IIS? No. Needs a recycle of service or application pool.

SQL Server? Needs Enterprise edition. After adding vCPUs, execution of the RECONFIGURE statement is needed before it is used.

Exchange? A maybe, again a recycle. There are performance issues rumored when using these features, some have to do with paging depletion afterwards.

Be sure to test test test.

What are you prerequisites to hot add/plug/remove CPU/Memory a running VM?

  • The virtual machine has a guest operating system that supports hot functionality, and must be turned on in the OS.
  • The virtual machine is using hardware version 7 or later. With KB 2050800 there is mentioned an issue with 2012 and windows 8 on hardware version 9 (5.1).
  • VMware Tools is installed.
  • Hot add must be enabled per VM, at the creation time or by powering off.
  • The hardware must be able to support hot plug as well, else there must be resources available to evict the VM’s to an other host while doing maintenance on the physical host.
  • Does not need FT.
  • Does not need vNUMA.
  • Use vSphere Essentials, Essentials plus, Standard, Enterprise or Enterprise Plus. The are limitations per edition you will have to take in account, and versions (for example 5.0 standard edition will not let you use hot add)
  • Check application licensing, how will this effect a per core or per processor application license.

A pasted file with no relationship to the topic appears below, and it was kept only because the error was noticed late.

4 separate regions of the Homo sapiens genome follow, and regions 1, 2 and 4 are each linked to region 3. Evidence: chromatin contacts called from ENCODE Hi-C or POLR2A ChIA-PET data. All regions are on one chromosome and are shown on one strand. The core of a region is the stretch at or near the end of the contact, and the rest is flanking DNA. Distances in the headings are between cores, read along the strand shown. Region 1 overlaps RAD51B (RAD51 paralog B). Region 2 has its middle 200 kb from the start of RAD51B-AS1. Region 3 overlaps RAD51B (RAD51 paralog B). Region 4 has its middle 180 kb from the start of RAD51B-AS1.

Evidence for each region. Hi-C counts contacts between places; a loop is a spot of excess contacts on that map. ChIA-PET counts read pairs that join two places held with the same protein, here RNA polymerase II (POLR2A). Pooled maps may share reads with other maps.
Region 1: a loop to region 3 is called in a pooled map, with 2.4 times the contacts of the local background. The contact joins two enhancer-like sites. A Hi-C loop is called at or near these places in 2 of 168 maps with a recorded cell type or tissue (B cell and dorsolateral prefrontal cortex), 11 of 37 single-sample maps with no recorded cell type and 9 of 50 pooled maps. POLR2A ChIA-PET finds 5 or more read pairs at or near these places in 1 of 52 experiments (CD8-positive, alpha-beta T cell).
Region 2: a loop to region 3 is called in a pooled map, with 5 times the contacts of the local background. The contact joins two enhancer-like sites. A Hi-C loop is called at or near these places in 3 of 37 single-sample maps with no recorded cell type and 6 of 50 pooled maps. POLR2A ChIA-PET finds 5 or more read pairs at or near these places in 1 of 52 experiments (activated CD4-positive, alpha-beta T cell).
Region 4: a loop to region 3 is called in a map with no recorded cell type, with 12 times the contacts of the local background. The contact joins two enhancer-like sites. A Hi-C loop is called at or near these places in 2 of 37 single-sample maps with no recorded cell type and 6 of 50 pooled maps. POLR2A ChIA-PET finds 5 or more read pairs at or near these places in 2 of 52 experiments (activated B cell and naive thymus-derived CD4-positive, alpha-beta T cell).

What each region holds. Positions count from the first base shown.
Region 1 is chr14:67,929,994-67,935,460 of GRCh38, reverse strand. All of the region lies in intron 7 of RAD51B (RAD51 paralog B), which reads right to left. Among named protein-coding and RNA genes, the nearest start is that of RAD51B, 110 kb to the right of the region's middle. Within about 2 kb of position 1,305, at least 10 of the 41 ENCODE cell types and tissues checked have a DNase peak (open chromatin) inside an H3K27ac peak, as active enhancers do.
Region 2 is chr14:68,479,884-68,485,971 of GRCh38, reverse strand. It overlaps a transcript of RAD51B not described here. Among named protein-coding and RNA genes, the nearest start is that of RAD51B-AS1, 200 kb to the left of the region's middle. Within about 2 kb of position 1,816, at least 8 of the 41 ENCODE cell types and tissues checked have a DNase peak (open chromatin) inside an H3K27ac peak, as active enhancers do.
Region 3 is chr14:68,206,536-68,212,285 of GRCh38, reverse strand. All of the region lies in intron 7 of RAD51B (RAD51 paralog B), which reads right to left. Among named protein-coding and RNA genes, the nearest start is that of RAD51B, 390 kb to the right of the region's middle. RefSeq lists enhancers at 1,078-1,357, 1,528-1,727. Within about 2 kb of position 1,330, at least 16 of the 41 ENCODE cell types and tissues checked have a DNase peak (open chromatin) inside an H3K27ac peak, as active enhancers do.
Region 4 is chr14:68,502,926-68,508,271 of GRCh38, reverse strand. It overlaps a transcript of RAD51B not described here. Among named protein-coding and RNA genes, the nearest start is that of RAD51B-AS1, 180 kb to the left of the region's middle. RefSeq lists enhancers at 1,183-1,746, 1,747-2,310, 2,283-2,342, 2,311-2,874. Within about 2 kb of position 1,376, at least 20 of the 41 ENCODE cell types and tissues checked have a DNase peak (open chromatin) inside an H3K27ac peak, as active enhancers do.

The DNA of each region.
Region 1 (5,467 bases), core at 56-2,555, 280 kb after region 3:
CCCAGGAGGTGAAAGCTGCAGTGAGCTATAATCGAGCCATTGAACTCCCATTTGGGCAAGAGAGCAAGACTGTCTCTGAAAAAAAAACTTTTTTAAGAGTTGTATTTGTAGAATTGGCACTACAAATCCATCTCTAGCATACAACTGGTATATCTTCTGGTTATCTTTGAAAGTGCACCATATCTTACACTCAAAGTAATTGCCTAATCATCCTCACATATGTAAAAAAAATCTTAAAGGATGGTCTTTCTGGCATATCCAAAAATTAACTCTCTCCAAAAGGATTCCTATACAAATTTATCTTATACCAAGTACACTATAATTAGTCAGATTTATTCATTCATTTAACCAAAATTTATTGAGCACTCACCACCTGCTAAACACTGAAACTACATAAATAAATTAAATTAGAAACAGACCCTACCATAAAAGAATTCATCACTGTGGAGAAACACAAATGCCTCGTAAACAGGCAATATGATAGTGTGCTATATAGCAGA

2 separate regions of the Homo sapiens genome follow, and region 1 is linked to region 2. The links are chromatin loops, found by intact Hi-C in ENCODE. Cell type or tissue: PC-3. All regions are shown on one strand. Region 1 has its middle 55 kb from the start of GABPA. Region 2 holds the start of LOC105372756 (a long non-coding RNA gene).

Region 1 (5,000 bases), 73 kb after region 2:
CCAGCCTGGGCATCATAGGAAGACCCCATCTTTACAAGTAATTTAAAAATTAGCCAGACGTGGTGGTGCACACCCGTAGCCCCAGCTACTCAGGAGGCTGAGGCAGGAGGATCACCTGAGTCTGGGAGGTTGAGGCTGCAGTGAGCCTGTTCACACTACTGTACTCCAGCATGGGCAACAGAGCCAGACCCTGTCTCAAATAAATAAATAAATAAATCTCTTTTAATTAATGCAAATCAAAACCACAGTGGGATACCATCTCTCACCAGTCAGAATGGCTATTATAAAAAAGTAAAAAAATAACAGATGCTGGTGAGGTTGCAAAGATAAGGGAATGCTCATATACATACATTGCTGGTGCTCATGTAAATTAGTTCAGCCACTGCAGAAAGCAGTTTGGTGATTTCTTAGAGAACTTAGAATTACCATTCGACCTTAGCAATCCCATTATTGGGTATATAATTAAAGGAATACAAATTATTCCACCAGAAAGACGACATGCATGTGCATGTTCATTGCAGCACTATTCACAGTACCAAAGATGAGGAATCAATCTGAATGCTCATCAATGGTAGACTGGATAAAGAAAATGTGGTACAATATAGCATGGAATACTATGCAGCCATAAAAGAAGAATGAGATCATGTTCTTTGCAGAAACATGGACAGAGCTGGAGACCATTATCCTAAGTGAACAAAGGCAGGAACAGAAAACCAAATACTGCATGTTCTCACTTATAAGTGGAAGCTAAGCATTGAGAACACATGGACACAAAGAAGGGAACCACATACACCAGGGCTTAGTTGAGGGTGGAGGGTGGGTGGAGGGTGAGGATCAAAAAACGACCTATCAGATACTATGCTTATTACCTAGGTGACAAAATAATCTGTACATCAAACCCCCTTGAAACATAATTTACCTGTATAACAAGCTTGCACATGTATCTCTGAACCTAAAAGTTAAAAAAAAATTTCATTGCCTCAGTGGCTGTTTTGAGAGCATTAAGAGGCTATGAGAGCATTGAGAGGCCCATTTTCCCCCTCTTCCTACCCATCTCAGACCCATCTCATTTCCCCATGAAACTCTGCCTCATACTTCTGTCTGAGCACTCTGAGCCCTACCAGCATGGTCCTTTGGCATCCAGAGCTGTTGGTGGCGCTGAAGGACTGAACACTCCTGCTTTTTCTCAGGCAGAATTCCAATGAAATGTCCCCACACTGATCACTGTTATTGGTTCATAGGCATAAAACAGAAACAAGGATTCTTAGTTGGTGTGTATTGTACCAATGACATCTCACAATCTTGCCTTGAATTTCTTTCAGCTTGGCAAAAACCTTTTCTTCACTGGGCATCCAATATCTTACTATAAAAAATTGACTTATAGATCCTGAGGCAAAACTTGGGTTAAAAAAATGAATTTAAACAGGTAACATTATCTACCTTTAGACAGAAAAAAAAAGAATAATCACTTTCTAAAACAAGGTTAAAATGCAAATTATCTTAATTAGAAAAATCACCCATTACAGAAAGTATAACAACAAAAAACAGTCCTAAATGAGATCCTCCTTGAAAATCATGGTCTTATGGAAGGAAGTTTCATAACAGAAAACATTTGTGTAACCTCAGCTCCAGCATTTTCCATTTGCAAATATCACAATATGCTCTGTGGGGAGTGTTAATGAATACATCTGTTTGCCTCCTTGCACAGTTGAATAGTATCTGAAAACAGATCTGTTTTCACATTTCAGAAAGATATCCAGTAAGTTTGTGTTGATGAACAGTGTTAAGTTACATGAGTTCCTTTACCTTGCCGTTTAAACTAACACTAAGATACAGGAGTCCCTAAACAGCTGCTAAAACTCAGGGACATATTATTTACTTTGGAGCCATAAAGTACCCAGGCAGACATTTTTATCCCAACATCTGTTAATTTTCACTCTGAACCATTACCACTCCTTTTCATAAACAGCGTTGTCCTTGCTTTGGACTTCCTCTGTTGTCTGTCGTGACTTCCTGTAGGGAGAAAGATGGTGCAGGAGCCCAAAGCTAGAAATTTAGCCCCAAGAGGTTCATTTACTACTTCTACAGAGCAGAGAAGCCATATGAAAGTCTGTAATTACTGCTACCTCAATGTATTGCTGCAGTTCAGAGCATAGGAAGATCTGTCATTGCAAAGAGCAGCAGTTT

Edit settings of VM to change hot plug/add.

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Conclusion

Do we need to enable hot plug by default on my VM’s? Depending on the usage, only set it on for VM’s that have a tendency to run out of resources quickly, are very in demand and cannot tolerate a little down time in re-configuring. For a small part of the private desktops of the VD environment this can also be a good option to configure before hand, this is normally is a small group of your users for example developers with some private type desktops. For the standard bunch of VM’s/VD’s leave it off, like the products default. You can normally plan ahead the resources for these kind of VM’s. vCenter Operations is great for resource capacity planning. So plan ahead and enable default on all your VM’s? No not yet, there is to little application support out there specially on the vCPU’s. Planning ahead means knowing some more variables and they are not around yet (on the application level that is). Planning ahead is having your resource configured and monitored correctly, when there is need to change, change the resource settings.

The limited OS support and very limited application support is the why to the non adoption of this hot plug features that have already been around a little while. Will we expect it to grow with all the cloud movements and software defined data centers? This depends, when there is a need it will be incorporated in more applications. This list is currently small.

– Back to studying.